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Why Won't Congress Talk About 3D-Printed Guns?

Probably because they don't understand what the heck a 3D-printed gun is.

The Senate Judiciary Committee opened its doors this week for an emotional hearing about gun violence, gun control and, specifically, a ban on 157 different types of assault rifles. What exactly an assault rifle is has been a source of debate, but the proposed ban defines them as having having "military-style" features like detachable magazines, pistol grips, and even the capacity to be used as grenade or rocket launchers.


Introduced by Sen. Diane Feinstein in the days after the Newtown massacre, the ban is especially controversial, because it includes America's favorite rifle: the AR-15. That's one of the guns that Adam Lanza used when he killed 20 first graders and six adults in Sandy Hook Elementary School.

The AR-15 also happens to be the same gun that a band of renegades known as Defense Distributed have been 3D-printing down in Texas for the past few months. Last week, we learned that DEFCAD, the Defense Distributed-made database of files you feed into a 3D printer to make various gun components, is starting to get some real traction.

According to Defense Distributed, the website is getting about 3,000 unique visitors a day. That's not exactly Facebook-sized traffic, but it is about as big as eBay India. And DEFCAD is sort of like eBay, in a way. It's one big store that lets people upload and download files for 3D printing guns. So far about a quarter of a million files have been downloaded. "Obviously, there’s an interest in what we’re doing," Defense Distributed founder Cody Wilson told Venturebeat. "Enthusiasts want these files."

It's not entirely unreasonable to think that part of the demand stems from the fact that these guns could soon be illegal to purchase. It is not, however, illegal to build your own guns, so long as you don't sell them. The legality of 3D printed guns is entirely up in the air. Wilson insists that they're legal, while Bureau of Alcohol, Tobacco, Firearms and Explosives has more or less stayed mum on the issue.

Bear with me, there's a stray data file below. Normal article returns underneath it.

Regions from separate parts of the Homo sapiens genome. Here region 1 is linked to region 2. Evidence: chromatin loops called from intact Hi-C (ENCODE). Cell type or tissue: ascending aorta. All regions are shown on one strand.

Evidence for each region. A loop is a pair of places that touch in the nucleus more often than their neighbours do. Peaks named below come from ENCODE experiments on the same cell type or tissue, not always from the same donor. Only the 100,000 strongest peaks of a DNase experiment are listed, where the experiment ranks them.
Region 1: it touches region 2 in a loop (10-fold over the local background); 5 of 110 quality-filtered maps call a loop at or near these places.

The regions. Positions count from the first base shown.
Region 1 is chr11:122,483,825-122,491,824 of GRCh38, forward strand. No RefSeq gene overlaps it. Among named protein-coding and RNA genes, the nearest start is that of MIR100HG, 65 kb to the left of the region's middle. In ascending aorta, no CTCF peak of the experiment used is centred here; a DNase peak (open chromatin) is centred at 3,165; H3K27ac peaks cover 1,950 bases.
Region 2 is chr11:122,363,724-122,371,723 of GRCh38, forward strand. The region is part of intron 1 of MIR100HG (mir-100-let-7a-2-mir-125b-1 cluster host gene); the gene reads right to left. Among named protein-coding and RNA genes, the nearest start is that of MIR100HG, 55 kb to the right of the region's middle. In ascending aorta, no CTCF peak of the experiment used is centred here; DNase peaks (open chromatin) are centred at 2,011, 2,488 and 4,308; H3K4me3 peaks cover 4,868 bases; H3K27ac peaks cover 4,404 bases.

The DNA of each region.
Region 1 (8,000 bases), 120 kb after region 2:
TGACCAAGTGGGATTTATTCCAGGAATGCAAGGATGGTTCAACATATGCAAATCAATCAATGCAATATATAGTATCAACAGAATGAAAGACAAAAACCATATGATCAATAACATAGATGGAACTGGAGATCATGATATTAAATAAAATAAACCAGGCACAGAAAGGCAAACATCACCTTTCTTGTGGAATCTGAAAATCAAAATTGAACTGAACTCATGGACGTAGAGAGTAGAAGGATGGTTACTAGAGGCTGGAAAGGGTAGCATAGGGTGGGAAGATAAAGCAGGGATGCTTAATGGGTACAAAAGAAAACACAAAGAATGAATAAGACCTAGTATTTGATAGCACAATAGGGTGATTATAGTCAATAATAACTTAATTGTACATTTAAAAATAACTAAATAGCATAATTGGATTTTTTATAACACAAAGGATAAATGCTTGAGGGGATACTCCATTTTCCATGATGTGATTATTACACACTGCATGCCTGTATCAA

Many people believe that the ATF is staying away from the issue simply because it doesn't know how to deal with it. 3D printing is brand new technology, and it's advancing much faster than the law is. Though initial tests of Defense Distributed's designs were kind of shaky, they showed the world via YouTube that they've built an AR-15 using some (but not all) 3D-printed parts that can fire hundreds of rounds. It's scary.

But we didn't hear Feinstein and the Senate Judiciary Committee talking much about that. If it even got a mention, the press didn't pick it up, and transcripts of the hearing won't be out for another couple of weeks. Of course, we've known for a while now that Congress isn't too concerned about the fast-approaching reality of 3D-printed guns.

Well, the guns themselves are already real — they're getting really good too — but the legal reality remains rather confused. There is one congressman who's thinking hard about the congressman, Rep. Steve Israel (D-NY). He wants to ban "homemade, 3D printed, plastic high-capacity magazines" with an amendment to the Undetectable Firearms Act. This is not the same as Feinstein's assault weapons ban.

For now, it's sensible to let Congress off the hook for glazing over 3D-printed guns. Gun control is one of the most divisive issues in the country, and if lawmakers are going to get anything, they're going to have to choose their battles.

In coming years, 3D printing technology is only going to get better, cheaper and more widespread. That's a great thing! Even President Obama says so. In the not-too-distant future, there could be a 3D printer in every home, and hobbyists could be printing anything from replacement parts for appliances to custom molds of their own heads. They could also be printing guns. Maybe then Congress will come around and start a conversation about if and how to regulate these firearms. Let's just hope they don't look back and realize they missed their chance to get a jump on the issue in February 2013.